A versatile percussionist who has witnessed more than 50 years of jazz history, Haynes has contributed to various swing, bop, avant-garde, modal-jazz, free-jazz, fusion, and jazz-rock groups. Although he has played in the rhythm sections of practically every major jazz group since the 1940s, Haynes is not as well known as some of his contemporaries, perhaps because he has been overshadowed by the bands he played with. While such artists as Lester Young, Charlie Parker, Sarah Vaughan, Thelonious Monk, and Chick Corea, among numerous others, became legendary figures in jazz, Haynes did not, though he played rhythm for them all. Known as “everyone‘s favorite sideman,” according to the All Music Guide to Jazz, Haynes began focusing on his own recordings in the 1980s and 1990s when he was well past the age when most Americans retire.
Born on March 13, 1926, in Roxbury, Massachusetts, Haynes listened to his older brother‘s records as a kid. His brother‘s collection included music by Django Reinhardt, Bing Crosby, Glenn Miller, Art Tatum, Count Basie, Duke Ellington, and the popular singers of the time. Growing up amidst Roxbury‘s mixed ethnic population, Haynes was also exposed to Irish and Jewish music. He was a drum major in his high school band, but after being disciplined for drumming on the classroom desks with his hands, Haynes avoided going to school altogether. Instead, he said in an interview with Down Beat, “I went to school with Lester Young and Charlie Parker and Luis Russell.” Haynes added that his life as a musician took him around the world and gave him the confidence and knowledge to talk to anyone—from a stranger on the street to the king and queen of Thailand or the president of the United States.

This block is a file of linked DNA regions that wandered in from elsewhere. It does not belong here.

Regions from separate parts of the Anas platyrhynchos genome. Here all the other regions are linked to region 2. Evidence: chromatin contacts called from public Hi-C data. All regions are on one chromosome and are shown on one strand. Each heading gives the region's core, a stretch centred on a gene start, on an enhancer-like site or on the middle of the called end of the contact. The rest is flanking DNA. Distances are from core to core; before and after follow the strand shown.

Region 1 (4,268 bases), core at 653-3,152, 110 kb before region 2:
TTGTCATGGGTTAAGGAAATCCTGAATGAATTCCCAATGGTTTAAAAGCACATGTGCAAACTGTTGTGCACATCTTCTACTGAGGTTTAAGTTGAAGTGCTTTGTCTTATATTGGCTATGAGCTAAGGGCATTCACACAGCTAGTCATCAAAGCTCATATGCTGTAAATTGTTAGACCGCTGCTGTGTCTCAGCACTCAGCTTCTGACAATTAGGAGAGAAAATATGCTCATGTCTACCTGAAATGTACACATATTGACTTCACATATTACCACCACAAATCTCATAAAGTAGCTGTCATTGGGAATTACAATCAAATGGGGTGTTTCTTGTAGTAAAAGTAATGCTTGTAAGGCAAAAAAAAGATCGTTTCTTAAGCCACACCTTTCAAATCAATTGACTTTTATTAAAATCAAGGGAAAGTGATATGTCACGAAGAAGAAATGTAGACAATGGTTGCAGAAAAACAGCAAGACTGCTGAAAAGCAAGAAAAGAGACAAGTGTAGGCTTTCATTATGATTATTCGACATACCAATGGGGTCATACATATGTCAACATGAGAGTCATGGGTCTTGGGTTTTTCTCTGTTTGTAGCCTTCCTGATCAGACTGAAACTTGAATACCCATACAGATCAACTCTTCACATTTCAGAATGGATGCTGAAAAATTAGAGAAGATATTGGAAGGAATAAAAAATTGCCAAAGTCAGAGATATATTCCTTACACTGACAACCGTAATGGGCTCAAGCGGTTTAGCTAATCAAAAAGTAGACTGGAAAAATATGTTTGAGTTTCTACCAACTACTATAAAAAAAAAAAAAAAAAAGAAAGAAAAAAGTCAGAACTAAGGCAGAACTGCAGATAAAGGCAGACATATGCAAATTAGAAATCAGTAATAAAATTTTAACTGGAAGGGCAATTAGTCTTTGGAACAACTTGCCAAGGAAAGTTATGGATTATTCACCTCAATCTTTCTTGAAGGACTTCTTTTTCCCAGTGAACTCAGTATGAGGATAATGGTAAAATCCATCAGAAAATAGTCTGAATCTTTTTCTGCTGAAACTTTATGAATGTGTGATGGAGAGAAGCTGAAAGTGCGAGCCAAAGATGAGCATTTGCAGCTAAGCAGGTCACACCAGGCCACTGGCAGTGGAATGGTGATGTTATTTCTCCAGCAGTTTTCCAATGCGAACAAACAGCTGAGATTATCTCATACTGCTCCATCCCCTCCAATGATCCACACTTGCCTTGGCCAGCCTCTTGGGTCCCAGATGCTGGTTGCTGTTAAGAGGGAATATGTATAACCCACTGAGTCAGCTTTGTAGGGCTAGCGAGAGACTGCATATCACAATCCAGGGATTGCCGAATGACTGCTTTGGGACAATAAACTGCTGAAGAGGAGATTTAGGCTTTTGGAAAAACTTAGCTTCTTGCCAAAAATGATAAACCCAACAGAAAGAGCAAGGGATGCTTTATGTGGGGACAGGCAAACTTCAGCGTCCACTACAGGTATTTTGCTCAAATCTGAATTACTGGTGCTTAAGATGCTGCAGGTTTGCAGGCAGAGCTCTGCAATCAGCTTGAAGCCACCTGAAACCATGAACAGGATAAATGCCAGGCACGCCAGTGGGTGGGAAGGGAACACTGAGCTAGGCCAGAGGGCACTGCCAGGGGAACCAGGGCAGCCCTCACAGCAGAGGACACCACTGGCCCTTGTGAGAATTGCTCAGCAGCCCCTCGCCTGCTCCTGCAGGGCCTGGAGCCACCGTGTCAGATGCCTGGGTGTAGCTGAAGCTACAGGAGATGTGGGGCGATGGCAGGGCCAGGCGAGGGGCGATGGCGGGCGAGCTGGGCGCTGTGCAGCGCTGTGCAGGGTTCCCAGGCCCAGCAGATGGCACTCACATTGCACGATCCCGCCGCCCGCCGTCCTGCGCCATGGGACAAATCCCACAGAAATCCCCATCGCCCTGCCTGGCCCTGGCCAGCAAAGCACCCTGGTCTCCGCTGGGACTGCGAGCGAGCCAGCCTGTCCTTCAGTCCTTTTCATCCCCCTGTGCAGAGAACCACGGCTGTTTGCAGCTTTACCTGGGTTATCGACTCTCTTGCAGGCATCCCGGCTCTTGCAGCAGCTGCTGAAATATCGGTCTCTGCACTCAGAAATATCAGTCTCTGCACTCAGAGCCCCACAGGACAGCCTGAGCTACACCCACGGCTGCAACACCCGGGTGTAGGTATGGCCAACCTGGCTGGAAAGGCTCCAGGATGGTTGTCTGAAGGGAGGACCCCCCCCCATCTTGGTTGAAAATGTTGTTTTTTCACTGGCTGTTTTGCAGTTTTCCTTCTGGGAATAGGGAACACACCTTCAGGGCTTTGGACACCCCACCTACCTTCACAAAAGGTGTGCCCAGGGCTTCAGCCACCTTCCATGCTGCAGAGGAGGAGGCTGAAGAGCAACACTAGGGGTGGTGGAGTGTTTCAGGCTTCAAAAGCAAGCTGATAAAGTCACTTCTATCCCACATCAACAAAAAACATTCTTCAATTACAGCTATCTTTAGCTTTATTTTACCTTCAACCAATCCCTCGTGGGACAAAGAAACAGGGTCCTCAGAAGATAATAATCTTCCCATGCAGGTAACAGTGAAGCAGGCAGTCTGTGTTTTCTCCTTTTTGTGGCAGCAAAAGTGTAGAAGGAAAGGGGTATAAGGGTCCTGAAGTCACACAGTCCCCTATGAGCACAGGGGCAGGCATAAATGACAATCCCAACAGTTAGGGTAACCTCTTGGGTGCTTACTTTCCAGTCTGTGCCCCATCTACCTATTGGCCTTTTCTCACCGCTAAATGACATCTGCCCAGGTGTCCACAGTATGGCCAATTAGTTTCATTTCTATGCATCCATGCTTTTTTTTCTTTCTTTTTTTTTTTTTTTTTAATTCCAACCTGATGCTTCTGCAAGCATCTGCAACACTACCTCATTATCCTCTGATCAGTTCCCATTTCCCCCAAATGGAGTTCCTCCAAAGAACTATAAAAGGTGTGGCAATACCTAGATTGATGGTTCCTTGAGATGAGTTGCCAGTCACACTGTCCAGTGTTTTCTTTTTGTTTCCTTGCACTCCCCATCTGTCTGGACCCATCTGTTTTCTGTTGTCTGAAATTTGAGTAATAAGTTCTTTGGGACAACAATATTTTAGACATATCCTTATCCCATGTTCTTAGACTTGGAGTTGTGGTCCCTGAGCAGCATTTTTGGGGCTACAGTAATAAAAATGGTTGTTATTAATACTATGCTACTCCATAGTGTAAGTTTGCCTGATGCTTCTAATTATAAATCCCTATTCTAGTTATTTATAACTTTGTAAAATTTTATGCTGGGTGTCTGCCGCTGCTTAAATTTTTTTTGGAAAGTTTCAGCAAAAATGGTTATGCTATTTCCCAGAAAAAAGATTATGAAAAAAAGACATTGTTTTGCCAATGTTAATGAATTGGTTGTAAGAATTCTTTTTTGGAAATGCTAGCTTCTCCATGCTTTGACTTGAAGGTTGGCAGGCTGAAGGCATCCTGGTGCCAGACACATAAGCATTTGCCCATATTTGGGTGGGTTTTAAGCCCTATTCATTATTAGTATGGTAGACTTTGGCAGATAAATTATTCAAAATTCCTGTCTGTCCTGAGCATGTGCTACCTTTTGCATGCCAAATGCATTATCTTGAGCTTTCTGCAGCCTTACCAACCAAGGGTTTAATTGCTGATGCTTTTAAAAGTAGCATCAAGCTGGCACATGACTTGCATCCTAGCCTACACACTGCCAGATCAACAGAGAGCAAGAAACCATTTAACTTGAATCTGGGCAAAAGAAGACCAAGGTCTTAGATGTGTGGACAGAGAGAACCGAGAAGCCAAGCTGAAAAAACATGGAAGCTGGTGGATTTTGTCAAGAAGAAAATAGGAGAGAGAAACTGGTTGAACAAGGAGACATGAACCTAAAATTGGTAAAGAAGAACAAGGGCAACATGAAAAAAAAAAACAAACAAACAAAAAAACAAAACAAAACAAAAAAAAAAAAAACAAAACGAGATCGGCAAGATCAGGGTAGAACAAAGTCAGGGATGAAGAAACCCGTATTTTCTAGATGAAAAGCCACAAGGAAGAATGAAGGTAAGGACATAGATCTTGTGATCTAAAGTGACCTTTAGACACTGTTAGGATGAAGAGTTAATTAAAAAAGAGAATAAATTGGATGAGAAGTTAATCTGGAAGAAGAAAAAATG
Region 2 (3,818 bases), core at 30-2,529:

During the early 1940s, Haynes was part of Roxbury‘s thriving African American subculture. He began his career by playing in swing groups and little-known Dixieland and big bands, including those led by Sabby Lewis and Frankie Newton. Bandleader Luis Russell encouraged the drummer to join him in New York City in 1945, and Haynes lived in Harlem into the early 1950s. Although Russell had never heard of him, the young drummer had come so highly recommended by an alto saxophone player named Charlie Holmes that Russell sent Haynes a one-way train ticket. Haynes started playing with Russell at New York‘s legendary Savoy Ballroom. “I must‘ve had something back then,” Haynes told Down Beat “I knew I could swing. I knew that.”
Afro-Cuban music was big when Haynes first arrived in New York, and jazz musicians were listening to orchestras led by Machito, Tito Puente, and Tito Rodriguez. According to the New York Times, Haynes‘ “outgoing, open” sound has fueled comparisons to that of a timbale or conga player. Haynes, however, dismisses the notion, claiming that his style has always been his